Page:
Heavy flooding has killed scores of people in the east African country of Malawi, where nearly a third of the country was declared to be in a state of disaster.

Malawi's President Peter Mutharika said on Tuesday that at least 48 people were killed and 23,000 others displaced in flash floods that have wreaked havoc in 10 out of 23 districts in his country.

Some of the victims died when villages were flooded in Malawi's southern Mangoche district, about 100 kilometres south of the commercial capital, Blantyre, according to Grey Mkwanda, a district planning officer.

Livestock, crops and homes were swept away by floodwaters, with some homes completely submerged.

"People have fled into schools and churches on the higher ground, others are in the open because there is not enough space," Mkwanda said.

Others died in Blantyre when their homes collapsed, according to Mkwanda.

"In some cases you cannot believe there was a house here," said Allan Ngumya, a member of parliament who represents the area.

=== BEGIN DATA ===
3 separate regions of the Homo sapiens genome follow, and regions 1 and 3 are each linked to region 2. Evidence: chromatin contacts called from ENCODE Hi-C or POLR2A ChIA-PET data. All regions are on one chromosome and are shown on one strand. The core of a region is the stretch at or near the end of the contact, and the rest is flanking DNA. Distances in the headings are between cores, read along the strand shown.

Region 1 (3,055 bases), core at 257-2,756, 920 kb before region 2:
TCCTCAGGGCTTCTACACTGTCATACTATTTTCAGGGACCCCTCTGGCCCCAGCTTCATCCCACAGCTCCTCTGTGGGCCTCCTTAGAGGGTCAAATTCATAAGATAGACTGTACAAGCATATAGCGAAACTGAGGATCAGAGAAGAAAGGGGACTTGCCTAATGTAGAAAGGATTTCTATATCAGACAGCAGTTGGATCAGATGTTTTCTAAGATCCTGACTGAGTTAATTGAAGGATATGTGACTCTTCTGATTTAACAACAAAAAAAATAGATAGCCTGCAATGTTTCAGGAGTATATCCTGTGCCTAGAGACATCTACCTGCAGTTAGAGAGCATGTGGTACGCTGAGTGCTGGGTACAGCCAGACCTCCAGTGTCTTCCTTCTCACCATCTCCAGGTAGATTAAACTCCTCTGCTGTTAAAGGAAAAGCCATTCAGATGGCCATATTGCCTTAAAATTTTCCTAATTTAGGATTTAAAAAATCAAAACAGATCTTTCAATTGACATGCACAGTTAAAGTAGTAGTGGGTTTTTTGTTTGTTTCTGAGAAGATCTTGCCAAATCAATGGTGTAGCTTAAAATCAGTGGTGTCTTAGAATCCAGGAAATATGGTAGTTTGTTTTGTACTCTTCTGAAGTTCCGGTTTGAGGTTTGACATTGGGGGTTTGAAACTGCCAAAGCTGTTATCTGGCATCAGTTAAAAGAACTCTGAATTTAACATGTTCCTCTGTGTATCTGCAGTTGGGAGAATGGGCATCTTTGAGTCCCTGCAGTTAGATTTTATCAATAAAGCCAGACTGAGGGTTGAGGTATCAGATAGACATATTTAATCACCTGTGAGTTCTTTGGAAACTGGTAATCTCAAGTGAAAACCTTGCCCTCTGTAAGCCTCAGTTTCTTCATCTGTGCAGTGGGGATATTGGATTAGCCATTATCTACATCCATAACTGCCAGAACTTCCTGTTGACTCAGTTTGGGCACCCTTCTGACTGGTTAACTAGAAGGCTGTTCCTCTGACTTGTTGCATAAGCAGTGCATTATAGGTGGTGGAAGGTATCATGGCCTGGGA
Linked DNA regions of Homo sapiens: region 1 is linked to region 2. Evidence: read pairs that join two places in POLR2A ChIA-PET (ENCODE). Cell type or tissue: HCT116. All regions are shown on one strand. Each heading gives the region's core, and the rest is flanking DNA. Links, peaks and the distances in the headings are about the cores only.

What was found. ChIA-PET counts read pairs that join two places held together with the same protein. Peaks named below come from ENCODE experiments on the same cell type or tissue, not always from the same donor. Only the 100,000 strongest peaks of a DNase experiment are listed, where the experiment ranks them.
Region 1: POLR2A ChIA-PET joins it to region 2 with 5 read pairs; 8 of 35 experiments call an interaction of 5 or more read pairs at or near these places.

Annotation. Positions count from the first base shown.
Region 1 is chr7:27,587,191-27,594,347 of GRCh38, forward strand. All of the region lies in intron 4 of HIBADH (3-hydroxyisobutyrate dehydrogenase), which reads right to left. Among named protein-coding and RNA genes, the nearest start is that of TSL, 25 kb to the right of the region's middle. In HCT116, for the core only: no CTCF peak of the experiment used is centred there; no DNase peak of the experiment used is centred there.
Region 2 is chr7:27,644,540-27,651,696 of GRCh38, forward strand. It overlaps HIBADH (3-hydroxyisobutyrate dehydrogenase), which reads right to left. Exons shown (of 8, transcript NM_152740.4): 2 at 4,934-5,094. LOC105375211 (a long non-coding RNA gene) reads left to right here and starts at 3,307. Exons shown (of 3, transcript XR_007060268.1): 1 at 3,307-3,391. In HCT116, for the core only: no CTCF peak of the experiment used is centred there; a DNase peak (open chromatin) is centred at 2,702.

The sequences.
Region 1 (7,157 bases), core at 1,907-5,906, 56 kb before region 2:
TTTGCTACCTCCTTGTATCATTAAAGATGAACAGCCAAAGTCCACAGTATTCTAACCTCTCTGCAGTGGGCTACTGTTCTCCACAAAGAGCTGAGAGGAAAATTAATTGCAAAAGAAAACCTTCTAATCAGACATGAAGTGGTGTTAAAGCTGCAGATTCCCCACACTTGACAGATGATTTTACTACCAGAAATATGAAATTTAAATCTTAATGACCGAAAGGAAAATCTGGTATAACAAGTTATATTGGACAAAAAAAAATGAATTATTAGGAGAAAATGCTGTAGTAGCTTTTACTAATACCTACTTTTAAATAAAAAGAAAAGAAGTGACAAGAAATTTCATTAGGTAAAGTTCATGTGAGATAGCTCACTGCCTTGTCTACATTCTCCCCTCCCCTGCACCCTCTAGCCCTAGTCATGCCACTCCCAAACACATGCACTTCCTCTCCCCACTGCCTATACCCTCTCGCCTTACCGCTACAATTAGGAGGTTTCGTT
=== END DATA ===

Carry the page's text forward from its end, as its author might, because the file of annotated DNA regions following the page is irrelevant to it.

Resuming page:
Police are also looking for two children who went missing in Blantyre, police spokesman Elizabeth Divala said.

International aid appeal

Mutharika has appealed to the international community for assistance for the impoverished country.

"Government alone cannot afford to help so I appeal to the international community for urgent assistance," he said.

Flooding began last month and heavy rain is expected to continue, especially in the north and central parts of the country, according to Elina Kululanga, Malawi's director of meteorological services and climate change.

In neighbouring Mozambique, where some waters have risen to over double flood thresholds, a group of 25 school children was swept away by torrents on Monday, and 18 others have been reported missing.

Flooding in the two east African neighbours has left much of Malawi's centre and western border region under water, and large eastern swathes of neighbouring Mozambique swamped.

The region is likely to face at least two more days of torrential rain carried by late summer storms, according to meteorologists.

Source: Agencies